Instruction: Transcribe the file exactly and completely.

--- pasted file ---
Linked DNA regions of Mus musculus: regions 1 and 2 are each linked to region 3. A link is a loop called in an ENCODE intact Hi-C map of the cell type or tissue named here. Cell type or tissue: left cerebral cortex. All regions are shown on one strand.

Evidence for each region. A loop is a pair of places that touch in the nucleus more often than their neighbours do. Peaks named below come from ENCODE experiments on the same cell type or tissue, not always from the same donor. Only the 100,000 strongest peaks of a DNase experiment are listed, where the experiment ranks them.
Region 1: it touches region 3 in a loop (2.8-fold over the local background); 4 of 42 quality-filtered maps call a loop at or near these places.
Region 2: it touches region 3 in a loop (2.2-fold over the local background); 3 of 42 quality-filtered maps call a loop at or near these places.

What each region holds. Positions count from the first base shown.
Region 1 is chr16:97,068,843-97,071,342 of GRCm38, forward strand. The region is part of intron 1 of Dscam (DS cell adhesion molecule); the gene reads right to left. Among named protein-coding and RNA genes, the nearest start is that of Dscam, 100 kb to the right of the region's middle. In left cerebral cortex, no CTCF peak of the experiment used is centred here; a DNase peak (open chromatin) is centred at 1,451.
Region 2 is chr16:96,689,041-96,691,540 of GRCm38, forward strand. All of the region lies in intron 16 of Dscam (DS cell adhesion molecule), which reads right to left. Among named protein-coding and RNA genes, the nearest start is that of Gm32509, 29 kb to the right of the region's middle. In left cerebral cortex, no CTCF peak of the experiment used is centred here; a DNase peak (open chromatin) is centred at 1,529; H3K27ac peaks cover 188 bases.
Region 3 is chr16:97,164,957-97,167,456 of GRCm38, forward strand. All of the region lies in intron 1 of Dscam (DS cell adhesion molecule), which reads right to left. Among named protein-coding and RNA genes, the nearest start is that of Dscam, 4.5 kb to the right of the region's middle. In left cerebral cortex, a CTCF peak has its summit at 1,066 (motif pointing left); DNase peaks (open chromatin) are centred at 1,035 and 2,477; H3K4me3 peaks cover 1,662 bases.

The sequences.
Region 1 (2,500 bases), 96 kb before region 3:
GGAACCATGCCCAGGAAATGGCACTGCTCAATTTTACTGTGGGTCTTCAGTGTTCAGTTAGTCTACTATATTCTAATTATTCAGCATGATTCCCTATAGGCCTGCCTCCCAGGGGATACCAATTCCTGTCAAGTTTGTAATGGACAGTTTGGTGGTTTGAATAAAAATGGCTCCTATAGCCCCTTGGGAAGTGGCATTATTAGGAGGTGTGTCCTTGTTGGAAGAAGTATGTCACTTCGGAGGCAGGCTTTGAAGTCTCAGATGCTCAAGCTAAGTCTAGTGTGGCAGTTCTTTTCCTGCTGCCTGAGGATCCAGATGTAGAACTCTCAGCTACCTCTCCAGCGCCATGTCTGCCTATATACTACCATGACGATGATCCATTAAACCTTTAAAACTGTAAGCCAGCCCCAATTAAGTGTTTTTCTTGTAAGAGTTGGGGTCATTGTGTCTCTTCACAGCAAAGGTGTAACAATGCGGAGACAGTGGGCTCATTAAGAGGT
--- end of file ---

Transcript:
Linked DNA regions of Mus musculus: regions 1 and 2 are each linked to region 3. A link is a loop called in an ENCODE intact Hi-C map of the cell type or tissue named here. Cell type or tissue: left cerebral cortex. All regions are shown on one strand.

Evidence for each region. A loop is a pair of places that touch in the nucleus more often than their neighbours do. Peaks named below come from ENCODE experiments on the same cell type or tissue, not always from the same donor. Only the 100,000 strongest peaks of a DNase experiment are listed, where the experiment ranks them.
Region 1: it touches region 3 in a loop (2.8-fold over the local background); 4 of 42 quality-filtered maps call a loop at or near these places.
Region 2: it touches region 3 in a loop (2.2-fold over the local background); 3 of 42 quality-filtered maps call a loop at or near these places.

What each region holds. Positions count from the first base shown.
Region 1 is chr16:97,068,843-97,071,342 of GRCm38, forward strand. The region is part of intron 1 of Dscam (DS cell adhesion molecule); the gene reads right to left. Among named protein-coding and RNA genes, the nearest start is that of Dscam, 100 kb to the right of the region's middle. In left cerebral cortex, no CTCF peak of the experiment used is centred here; a DNase peak (open chromatin) is centred at 1,451.
Region 2 is chr16:96,689,041-96,691,540 of GRCm38, forward strand. All of the region lies in intron 16 of Dscam (DS cell adhesion molecule), which reads right to left. Among named protein-coding and RNA genes, the nearest start is that of Gm32509, 29 kb to the right of the region's middle. In left cerebral cortex, no CTCF peak of the experiment used is centred here; a DNase peak (open chromatin) is centred at 1,529; H3K27ac peaks cover 188 bases.
Region 3 is chr16:97,164,957-97,167,456 of GRCm38, forward strand. All of the region lies in intron 1 of Dscam (DS cell adhesion molecule), which reads right to left. Among named protein-coding and RNA genes, the nearest start is that of Dscam, 4.5 kb to the right of the region's middle. In left cerebral cortex, a CTCF peak has its summit at 1,066 (motif pointing left); DNase peaks (open chromatin) are centred at 1,035 and 2,477; H3K4me3 peaks cover 1,662 bases.

The sequences.
Region 1 (2,500 bases), 96 kb before region 3:
GGAACCATGCCCAGGAAATGGCACTGCTCAATTTTACTGTGGGTCTTCAGTGTTCAGTTAGTCTACTATATTCTAATTATTCAGCATGATTCCCTATAGGCCTGCCTCCCAGGGGATACCAATTCCTGTCAAGTTTGTAATGGACAGTTTGGTGGTTTGAATAAAAATGGCTCCTATAGCCCCTTGGGAAGTGGCATTATTAGGAGGTGTGTCCTTGTTGGAAGAAGTATGTCACTTCGGAGGCAGGCTTTGAAGTCTCAGATGCTCAAGCTAAGTCTAGTGTGGCAGTTCTTTTCCTGCTGCCTGAGGATCCAGATGTAGAACTCTCAGCTACCTCTCCAGCGCCATGTCTGCCTATATACTACCATGACGATGATCCATTAAACCTTTAAAACTGTAAGCCAGCCCCAATTAAGTGTTTTTCTTGTAAGAGTTGGGGTCATTGTGTCTCTTCACAGCAAAGGTGTAACAATGCGGAGACAGTGGGCTCATTAAGAGGT